Lawyers for imprisoned Philadelphia-born rapper Meek Mill have launched what one lawyer called a “flurry of legal filings” to try to get the 30-year-old hip-hop star released from his 2- to 4-year prison term for violating the terms of his 10-year-old probation.
The first filing Tuesday — a day after hundreds of supporters met outside the city Criminal Justice Center demanding Mill’s release — asked Philadelphia Common Pleas Court Judge Genece E. Brinkley to disqualify herself from further involvement his case and allow a new judge to reconsider Mill’s prison sentence.
The 14-page motion, buttressed by 143 pages of court transcripts, maintains that Brinkley, 61, a judge since 1993, had “assumed a non-judicial, essentially prosecutorial role in the revocation process,” and ignored the recommendations of the probation officer and prosecutor, neither of whom sought imprisonment.
The motion contends that Brinkley has gone beyond “the proper bounds of the judicial role, even as supervisor of a probationary sentence. Judge Brinkley has repeatedly offered inappropriate personal and professional advice to the defendant, who had become a successful professional entertainer during the pendency of this case. On some occasions, Judge Brinkley has done so off the record, or on the record while attempting inappropriately to keep that record secret from the defendant and his counsel.”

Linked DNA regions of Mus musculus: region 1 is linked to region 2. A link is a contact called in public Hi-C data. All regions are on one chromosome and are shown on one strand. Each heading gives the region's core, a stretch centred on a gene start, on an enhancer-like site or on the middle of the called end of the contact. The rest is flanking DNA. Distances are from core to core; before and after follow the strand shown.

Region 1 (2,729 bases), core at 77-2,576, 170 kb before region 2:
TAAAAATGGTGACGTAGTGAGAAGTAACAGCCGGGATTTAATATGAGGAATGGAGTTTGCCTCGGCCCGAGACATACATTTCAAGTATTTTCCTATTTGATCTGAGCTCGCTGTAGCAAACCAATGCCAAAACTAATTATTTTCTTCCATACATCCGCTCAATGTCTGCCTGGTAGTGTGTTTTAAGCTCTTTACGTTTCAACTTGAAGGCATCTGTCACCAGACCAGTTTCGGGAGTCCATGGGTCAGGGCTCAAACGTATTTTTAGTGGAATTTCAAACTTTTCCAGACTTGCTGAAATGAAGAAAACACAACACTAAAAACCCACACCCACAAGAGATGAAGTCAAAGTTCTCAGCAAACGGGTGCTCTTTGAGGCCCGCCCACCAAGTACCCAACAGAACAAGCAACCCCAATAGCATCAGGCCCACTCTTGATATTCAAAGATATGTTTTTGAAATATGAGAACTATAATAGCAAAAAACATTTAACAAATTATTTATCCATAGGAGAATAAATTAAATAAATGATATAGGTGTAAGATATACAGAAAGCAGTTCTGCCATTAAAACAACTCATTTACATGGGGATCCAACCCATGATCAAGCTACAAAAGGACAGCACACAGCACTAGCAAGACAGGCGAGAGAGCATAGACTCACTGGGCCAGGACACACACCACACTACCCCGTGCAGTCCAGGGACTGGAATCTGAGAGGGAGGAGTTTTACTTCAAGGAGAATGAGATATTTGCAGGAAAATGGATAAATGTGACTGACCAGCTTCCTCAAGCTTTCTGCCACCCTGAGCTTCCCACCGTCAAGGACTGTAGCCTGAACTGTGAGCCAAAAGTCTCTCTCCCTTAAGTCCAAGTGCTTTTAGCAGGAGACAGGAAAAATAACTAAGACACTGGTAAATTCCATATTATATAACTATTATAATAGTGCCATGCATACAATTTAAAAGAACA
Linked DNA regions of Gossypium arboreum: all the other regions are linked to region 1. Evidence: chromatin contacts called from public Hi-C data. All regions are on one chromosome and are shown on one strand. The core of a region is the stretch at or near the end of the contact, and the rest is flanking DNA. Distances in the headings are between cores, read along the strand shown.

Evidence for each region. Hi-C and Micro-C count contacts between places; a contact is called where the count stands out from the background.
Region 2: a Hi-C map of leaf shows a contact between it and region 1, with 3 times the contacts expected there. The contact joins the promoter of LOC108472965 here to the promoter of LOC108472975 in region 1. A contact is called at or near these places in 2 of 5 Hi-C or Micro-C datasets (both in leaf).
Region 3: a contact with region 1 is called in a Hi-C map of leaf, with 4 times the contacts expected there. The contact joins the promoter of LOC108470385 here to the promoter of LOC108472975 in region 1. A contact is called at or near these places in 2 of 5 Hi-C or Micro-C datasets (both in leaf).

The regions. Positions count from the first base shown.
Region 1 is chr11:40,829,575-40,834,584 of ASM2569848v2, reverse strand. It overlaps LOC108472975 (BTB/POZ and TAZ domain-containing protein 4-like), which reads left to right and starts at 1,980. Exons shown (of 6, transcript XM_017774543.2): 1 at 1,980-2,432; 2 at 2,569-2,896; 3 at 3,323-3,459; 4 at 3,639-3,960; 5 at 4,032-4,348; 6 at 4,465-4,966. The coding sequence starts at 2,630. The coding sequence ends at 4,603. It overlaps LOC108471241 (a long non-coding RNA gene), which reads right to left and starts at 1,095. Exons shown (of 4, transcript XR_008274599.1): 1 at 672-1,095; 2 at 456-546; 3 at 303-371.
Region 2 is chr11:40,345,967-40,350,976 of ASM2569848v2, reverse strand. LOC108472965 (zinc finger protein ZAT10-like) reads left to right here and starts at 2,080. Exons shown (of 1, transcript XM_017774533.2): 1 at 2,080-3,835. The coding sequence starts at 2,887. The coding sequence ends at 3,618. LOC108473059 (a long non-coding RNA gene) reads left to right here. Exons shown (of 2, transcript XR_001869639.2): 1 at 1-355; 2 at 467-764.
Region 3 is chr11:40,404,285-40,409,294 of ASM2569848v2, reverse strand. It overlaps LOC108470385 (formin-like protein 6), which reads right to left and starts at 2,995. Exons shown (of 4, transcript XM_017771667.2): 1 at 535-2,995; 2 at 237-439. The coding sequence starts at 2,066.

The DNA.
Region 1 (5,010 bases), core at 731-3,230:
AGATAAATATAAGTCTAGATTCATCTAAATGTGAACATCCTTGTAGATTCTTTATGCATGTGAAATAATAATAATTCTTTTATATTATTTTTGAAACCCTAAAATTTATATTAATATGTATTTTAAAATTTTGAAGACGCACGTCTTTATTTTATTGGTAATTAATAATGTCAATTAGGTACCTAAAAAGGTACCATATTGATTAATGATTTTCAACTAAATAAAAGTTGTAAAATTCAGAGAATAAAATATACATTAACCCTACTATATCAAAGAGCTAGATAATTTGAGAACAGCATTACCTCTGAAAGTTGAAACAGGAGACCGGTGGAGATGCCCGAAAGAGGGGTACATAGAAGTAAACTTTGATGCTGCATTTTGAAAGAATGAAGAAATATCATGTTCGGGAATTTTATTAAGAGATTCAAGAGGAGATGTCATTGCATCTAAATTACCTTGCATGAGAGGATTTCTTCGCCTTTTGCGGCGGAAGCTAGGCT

“Last week’s hearing was a farce,” said defense attorney Brian J. McMonagle. “It was a miscarriage of justice that lacked even the semblance of fairness. Today, we have asked this Judge to step aside so that a fair minded jurist can right this terrible wrong.”
McMonagle said he would file a motion seeking bail for Mill, who was taken into custody following the Nov. 6 hearing before Brinkley for violating his probation from a 2008 drug and gun case. McMonagle said Brinkley has 30 days to respond to the motions filed Tuesday. If she does not respond, Mill’s lawyers can take the case to Superior Court.
For Mill, the problem with a Superior Court appeal is that, unless he is allowed bail pending appeal, he could serve his minimum sentence before a decision.
Nor does the Superior Court have a reputation for disturbing lower court sentences in such cases. An article in Sunday’s Inquirer reviewed seven Superior Court appeals of probation violation sentences imposed by Brinkley over the last four years. All were affirmed.
Mill, born Robert Williams, is now in the state prison at Camp Hill near Harrisburg undergoing evaluation before his permanent prison assignment.
“He’s holding up OK,” said McMonagle, adding that Mill is in “protective custody” – in a single cell for 23 hours a day with one hour out for exercise.
A motion to reconsider the sentence is the first step in any criminal appeal to the state Superior Court, the intermediate appeals court between the trial courts and the state Supreme Court.
Unless she modifies or vacates Mill’s sentence, Brinkley will be required to write an opinion for the appeals court explaining her reasons for sending him to prison.
By: Joseph A. Slobodzian